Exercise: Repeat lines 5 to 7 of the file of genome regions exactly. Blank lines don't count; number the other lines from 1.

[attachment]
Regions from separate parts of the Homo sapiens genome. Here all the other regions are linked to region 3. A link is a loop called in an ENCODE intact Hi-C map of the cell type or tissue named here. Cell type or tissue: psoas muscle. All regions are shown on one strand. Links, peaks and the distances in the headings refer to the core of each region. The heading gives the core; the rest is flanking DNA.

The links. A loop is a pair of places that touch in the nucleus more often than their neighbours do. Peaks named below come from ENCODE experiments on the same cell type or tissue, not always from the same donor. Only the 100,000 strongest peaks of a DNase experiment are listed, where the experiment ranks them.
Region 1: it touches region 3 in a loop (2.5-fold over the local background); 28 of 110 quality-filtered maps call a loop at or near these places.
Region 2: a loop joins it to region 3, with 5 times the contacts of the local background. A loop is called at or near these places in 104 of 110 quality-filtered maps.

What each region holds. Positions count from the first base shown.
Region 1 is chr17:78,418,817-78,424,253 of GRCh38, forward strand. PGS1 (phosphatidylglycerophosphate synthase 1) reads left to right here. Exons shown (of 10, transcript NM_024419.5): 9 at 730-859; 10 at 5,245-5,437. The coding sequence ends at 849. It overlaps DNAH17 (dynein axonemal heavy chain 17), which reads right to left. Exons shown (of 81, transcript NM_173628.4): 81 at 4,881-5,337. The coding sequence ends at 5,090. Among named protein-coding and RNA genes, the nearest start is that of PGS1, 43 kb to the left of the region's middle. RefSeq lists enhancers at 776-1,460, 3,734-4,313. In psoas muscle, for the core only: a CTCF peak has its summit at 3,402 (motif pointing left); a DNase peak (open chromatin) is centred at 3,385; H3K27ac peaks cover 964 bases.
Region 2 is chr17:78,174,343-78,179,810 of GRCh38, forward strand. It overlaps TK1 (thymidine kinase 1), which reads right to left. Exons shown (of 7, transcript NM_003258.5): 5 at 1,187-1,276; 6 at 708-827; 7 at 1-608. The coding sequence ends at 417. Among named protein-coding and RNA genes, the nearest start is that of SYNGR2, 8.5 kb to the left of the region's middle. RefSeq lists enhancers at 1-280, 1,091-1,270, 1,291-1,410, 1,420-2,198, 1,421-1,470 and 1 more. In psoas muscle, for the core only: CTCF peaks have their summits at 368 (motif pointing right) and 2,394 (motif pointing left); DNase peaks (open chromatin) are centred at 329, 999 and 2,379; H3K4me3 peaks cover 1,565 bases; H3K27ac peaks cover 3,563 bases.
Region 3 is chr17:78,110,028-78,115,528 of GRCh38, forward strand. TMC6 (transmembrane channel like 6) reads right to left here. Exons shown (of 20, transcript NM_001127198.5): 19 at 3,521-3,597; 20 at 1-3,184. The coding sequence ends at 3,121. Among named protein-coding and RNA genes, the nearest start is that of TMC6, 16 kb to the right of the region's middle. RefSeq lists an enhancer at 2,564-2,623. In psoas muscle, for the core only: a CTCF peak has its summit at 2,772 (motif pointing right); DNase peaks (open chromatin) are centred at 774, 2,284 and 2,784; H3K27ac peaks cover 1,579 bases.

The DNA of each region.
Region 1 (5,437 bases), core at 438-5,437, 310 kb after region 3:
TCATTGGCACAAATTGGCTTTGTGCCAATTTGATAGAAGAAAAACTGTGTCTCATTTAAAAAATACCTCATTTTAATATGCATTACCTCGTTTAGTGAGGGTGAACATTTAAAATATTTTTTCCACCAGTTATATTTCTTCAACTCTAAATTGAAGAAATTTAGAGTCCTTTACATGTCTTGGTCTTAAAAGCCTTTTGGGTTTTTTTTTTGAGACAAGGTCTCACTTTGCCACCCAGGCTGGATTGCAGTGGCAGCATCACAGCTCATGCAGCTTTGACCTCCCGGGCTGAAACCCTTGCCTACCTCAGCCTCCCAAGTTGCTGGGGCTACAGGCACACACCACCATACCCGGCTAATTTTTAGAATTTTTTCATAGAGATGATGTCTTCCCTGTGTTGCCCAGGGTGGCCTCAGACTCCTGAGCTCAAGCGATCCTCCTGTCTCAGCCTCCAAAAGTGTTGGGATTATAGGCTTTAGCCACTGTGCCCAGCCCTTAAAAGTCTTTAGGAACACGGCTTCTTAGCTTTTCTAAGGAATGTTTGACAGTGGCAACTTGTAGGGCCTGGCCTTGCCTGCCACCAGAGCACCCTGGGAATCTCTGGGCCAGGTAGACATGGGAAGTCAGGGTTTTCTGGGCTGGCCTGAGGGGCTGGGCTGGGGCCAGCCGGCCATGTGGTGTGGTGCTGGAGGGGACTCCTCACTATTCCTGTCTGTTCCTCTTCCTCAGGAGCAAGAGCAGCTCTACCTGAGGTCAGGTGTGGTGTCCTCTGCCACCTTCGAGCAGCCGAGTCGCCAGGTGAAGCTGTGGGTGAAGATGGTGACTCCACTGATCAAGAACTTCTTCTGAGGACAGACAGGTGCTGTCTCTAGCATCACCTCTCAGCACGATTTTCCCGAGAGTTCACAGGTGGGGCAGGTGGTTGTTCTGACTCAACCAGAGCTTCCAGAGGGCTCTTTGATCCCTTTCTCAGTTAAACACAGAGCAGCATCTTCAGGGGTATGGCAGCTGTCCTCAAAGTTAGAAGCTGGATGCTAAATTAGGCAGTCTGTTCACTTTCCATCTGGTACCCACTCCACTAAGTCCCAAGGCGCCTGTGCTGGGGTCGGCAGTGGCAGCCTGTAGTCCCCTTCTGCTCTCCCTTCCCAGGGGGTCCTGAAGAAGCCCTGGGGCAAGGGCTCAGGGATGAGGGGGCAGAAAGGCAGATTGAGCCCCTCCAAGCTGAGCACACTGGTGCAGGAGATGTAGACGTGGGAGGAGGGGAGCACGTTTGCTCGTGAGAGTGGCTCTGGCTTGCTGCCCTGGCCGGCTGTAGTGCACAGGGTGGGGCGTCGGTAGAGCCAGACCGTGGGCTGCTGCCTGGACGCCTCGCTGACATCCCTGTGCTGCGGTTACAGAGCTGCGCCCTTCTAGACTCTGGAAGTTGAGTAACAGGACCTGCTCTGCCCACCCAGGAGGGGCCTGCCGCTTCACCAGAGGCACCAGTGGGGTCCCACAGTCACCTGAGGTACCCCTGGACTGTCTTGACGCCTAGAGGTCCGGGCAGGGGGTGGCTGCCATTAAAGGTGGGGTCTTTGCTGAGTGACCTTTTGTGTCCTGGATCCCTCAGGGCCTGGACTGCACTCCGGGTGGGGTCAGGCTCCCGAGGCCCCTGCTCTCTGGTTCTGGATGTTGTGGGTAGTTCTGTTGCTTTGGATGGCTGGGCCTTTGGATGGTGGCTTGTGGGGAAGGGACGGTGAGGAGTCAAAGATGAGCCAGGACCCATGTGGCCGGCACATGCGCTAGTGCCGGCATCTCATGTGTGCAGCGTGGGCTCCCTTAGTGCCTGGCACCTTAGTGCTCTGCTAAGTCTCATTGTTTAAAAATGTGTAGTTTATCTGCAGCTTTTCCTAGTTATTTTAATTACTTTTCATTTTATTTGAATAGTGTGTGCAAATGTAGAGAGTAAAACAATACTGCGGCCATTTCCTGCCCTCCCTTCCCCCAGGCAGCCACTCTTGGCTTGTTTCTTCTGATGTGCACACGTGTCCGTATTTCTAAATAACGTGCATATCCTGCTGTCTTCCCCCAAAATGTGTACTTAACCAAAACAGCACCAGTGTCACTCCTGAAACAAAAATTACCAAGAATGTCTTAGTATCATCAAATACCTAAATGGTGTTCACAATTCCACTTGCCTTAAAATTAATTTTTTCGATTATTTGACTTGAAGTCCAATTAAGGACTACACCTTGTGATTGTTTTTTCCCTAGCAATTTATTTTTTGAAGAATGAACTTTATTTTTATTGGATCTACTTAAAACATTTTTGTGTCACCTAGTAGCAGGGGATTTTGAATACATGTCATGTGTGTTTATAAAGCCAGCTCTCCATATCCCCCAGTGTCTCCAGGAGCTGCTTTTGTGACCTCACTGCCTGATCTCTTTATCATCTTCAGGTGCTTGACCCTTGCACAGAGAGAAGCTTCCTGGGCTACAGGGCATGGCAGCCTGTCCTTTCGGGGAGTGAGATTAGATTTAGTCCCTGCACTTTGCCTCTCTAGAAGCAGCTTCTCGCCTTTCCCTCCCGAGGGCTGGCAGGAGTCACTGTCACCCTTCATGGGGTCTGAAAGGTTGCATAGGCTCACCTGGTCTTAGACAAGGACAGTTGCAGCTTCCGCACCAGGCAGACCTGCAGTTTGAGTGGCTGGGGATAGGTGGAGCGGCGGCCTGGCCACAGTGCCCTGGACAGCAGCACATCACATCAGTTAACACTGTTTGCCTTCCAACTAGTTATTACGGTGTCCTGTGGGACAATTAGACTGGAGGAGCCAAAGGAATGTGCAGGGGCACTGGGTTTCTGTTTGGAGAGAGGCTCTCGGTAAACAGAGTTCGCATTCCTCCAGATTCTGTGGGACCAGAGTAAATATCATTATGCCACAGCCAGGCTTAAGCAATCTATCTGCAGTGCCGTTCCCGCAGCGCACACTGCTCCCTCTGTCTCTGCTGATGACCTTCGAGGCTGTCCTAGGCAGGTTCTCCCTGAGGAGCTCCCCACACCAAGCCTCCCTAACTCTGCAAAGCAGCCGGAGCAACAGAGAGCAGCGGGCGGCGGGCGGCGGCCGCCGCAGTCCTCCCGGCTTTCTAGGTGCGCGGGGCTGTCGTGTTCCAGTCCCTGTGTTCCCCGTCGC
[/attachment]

What each region holds. Positions count from the first base shown.
Region 1 is chr17:78,418,817-78,424,253 of GRCh38, forward strand. PGS1 (phosphatidylglycerophosphate synthase 1) reads left to right here. Exons shown (of 10, transcript NM_024419.5): 9 at 730-859; 10 at 5,245-5,437. The coding sequence ends at 849. It overlaps DNAH17 (dynein axonemal heavy chain 17), which reads right to left. Exons shown (of 81, transcript NM_173628.4): 81 at 4,881-5,337. The coding sequence ends at 5,090. Among named protein-coding and RNA genes, the nearest start is that of PGS1, 43 kb to the left of the region's middle. RefSeq lists enhancers at 776-1,460, 3,734-4,313. In psoas muscle, for the core only: a CTCF peak has its summit at 3,402 (motif pointing left); a DNase peak (open chromatin) is centred at 3,385; H3K27ac peaks cover 964 bases.
Region 2 is chr17:78,174,343-78,179,810 of GRCh38, forward strand. It overlaps TK1 (thymidine kinase 1), which reads right to left. Exons shown (of 7, transcript NM_003258.5): 5 at 1,187-1,276; 6 at 708-827; 7 at 1-608. The coding sequence ends at 417. Among named protein-coding and RNA genes, the nearest start is that of SYNGR2, 8.5 kb to the left of the region's middle. RefSeq lists enhancers at 1-280, 1,091-1,270, 1,291-1,410, 1,420-2,198, 1,421-1,470 and 1 more. In psoas muscle, for the core only: CTCF peaks have their summits at 368 (motif pointing right) and 2,394 (motif pointing left); DNase peaks (open chromatin) are centred at 329, 999 and 2,379; H3K4me3 peaks cover 1,565 bases; H3K27ac peaks cover 3,563 bases.